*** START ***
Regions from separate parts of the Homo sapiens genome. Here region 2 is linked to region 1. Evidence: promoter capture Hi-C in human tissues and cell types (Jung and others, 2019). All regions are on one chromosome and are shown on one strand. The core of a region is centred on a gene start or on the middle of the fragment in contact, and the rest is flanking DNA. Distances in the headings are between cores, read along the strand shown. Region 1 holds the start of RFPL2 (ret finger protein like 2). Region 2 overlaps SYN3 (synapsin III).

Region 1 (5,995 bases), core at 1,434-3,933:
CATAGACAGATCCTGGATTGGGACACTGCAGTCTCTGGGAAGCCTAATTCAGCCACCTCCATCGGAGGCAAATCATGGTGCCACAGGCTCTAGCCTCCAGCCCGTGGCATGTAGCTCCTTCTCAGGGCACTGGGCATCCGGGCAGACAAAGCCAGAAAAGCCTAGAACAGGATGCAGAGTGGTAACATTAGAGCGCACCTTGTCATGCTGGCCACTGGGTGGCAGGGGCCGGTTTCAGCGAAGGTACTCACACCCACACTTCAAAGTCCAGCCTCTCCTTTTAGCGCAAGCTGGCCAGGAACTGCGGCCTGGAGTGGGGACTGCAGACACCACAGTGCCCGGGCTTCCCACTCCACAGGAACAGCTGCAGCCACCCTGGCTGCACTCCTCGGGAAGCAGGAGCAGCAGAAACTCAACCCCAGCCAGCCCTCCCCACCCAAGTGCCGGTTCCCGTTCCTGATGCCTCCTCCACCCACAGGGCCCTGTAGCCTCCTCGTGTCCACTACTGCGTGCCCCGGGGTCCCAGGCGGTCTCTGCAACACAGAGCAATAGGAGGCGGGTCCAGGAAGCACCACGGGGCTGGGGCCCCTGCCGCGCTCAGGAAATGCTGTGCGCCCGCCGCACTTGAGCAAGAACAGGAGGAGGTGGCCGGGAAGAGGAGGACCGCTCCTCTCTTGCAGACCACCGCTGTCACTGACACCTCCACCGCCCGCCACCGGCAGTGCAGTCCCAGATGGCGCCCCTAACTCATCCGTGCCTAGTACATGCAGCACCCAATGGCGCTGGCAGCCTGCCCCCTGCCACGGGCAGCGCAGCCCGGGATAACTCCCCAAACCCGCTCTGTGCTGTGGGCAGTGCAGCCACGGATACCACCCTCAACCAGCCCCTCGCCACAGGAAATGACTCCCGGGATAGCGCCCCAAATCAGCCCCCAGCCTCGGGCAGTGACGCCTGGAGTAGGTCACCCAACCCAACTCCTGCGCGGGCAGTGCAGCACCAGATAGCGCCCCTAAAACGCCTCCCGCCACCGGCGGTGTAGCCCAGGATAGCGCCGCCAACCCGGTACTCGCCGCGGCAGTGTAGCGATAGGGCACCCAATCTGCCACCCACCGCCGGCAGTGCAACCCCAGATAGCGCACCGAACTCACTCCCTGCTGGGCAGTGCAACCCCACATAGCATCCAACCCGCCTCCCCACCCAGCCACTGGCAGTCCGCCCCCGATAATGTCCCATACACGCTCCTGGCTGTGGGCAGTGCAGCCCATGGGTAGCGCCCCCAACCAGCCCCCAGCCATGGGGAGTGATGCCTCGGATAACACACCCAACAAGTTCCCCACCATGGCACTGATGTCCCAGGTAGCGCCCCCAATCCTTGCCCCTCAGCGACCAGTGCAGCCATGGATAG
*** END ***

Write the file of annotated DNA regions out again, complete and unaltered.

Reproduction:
Regions from separate parts of the Homo sapiens genome. Here region 2 is linked to region 1. Evidence: promoter capture Hi-C in human tissues and cell types (Jung and others, 2019). All regions are on one chromosome and are shown on one strand. The core of a region is centred on a gene start or on the middle of the fragment in contact, and the rest is flanking DNA. Distances in the headings are between cores, read along the strand shown. Region 1 holds the start of RFPL2 (ret finger protein like 2). Region 2 overlaps SYN3 (synapsin III).

Region 1 (5,995 bases), core at 1,434-3,933:
CATAGACAGATCCTGGATTGGGACACTGCAGTCTCTGGGAAGCCTAATTCAGCCACCTCCATCGGAGGCAAATCATGGTGCCACAGGCTCTAGCCTCCAGCCCGTGGCATGTAGCTCCTTCTCAGGGCACTGGGCATCCGGGCAGACAAAGCCAGAAAAGCCTAGAACAGGATGCAGAGTGGTAACATTAGAGCGCACCTTGTCATGCTGGCCACTGGGTGGCAGGGGCCGGTTTCAGCGAAGGTACTCACACCCACACTTCAAAGTCCAGCCTCTCCTTTTAGCGCAAGCTGGCCAGGAACTGCGGCCTGGAGTGGGGACTGCAGACACCACAGTGCCCGGGCTTCCCACTCCACAGGAACAGCTGCAGCCACCCTGGCTGCACTCCTCGGGAAGCAGGAGCAGCAGAAACTCAACCCCAGCCAGCCCTCCCCACCCAAGTGCCGGTTCCCGTTCCTGATGCCTCCTCCACCCACAGGGCCCTGTAGCCTCCTCGTGTCCACTACTGCGTGCCCCGGGGTCCCAGGCGGTCTCTGCAACACAGAGCAATAGGAGGCGGGTCCAGGAAGCACCACGGGGCTGGGGCCCCTGCCGCGCTCAGGAAATGCTGTGCGCCCGCCGCACTTGAGCAAGAACAGGAGGAGGTGGCCGGGAAGAGGAGGACCGCTCCTCTCTTGCAGACCACCGCTGTCACTGACACCTCCACCGCCCGCCACCGGCAGTGCAGTCCCAGATGGCGCCCCTAACTCATCCGTGCCTAGTACATGCAGCACCCAATGGCGCTGGCAGCCTGCCCCCTGCCACGGGCAGCGCAGCCCGGGATAACTCCCCAAACCCGCTCTGTGCTGTGGGCAGTGCAGCCACGGATACCACCCTCAACCAGCCCCTCGCCACAGGAAATGACTCCCGGGATAGCGCCCCAAATCAGCCCCCAGCCTCGGGCAGTGACGCCTGGAGTAGGTCACCCAACCCAACTCCTGCGCGGGCAGTGCAGCACCAGATAGCGCCCCTAAAACGCCTCCCGCCACCGGCGGTGTAGCCCAGGATAGCGCCGCCAACCCGGTACTCGCCGCGGCAGTGTAGCGATAGGGCACCCAATCTGCCACCCACCGCCGGCAGTGCAACCCCAGATAGCGCACCGAACTCACTCCCTGCTGGGCAGTGCAACCCCACATAGCATCCAACCCGCCTCCCCACCCAGCCACTGGCAGTCCGCCCCCGATAATGTCCCATACACGCTCCTGGCTGTGGGCAGTGCAGCCCATGGGTAGCGCCCCCAACCAGCCCCCAGCCATGGGGAGTGATGCCTCGGATAACACACCCAACAAGTTCCCCACCATGGCACTGATGTCCCAGGTAGCGCCCCCAATCCTTGCCCCTCAGCGACCAGTGCAGCCATGGATAG